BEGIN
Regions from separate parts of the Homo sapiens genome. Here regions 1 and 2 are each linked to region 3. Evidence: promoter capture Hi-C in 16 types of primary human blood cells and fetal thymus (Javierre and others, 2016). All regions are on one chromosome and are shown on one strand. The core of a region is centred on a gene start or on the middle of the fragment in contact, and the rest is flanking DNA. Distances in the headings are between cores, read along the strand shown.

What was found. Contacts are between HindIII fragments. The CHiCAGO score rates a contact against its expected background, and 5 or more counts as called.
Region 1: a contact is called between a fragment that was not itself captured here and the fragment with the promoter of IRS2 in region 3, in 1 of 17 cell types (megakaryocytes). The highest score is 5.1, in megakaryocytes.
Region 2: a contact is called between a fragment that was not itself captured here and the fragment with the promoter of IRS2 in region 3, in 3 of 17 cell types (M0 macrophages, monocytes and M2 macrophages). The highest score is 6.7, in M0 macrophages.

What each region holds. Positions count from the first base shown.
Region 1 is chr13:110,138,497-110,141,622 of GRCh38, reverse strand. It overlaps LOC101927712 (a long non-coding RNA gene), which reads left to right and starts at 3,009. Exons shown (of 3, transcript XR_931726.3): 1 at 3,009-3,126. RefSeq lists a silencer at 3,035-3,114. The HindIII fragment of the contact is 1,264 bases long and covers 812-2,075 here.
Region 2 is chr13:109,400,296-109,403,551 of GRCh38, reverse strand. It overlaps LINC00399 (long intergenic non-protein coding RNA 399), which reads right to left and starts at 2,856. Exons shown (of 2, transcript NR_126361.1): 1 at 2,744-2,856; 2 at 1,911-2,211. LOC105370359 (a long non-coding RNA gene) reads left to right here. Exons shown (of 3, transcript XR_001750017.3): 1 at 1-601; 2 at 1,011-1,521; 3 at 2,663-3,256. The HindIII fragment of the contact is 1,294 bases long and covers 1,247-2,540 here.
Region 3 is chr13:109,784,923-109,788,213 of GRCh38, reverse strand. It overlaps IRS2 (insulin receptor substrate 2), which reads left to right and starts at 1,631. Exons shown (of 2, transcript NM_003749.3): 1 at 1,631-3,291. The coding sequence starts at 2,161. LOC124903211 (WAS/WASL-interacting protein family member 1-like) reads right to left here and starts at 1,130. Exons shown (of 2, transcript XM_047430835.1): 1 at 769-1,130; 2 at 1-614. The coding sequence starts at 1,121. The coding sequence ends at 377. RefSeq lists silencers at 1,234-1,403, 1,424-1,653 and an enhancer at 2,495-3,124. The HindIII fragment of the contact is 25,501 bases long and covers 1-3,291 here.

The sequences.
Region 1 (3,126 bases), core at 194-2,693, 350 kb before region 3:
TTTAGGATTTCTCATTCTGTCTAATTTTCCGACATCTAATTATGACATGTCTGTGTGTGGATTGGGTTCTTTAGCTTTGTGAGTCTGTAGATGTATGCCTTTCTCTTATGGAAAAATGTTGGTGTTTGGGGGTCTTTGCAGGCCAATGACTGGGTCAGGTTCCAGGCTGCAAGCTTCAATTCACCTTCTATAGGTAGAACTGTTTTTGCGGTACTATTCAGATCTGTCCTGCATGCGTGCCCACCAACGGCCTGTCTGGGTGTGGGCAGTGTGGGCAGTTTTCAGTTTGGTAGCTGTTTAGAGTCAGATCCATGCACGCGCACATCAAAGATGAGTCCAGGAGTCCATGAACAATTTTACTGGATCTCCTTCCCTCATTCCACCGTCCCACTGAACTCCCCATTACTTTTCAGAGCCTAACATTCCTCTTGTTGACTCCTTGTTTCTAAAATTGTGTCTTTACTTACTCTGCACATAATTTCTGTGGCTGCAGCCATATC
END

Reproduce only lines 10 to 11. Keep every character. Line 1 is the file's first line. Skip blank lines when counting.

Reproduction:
Region 1 (3,126 bases), core at 194-2,693, 350 kb before region 3:
TTTAGGATTTCTCATTCTGTCTAATTTTCCGACATCTAATTATGACATGTCTGTGTGTGGATTGGGTTCTTTAGCTTTGTGAGTCTGTAGATGTATGCCTTTCTCTTATGGAAAAATGTTGGTGTTTGGGGGTCTTTGCAGGCCAATGACTGGGTCAGGTTCCAGGCTGCAAGCTTCAATTCACCTTCTATAGGTAGAACTGTTTTTGCGGTACTATTCAGATCTGTCCTGCATGCGTGCCCACCAACGGCCTGTCTGGGTGTGGGCAGTGTGGGCAGTTTTCAGTTTGGTAGCTGTTTAGAGTCAGATCCATGCACGCGCACATCAAAGATGAGTCCAGGAGTCCATGAACAATTTTACTGGATCTCCTTCCCTCATTCCACCGTCCCACTGAACTCCCCATTACTTTTCAGAGCCTAACATTCCTCTTGTTGACTCCTTGTTTCTAAAATTGTGTCTTTACTTACTCTGCACATAATTTCTGTGGCTGCAGCCATATC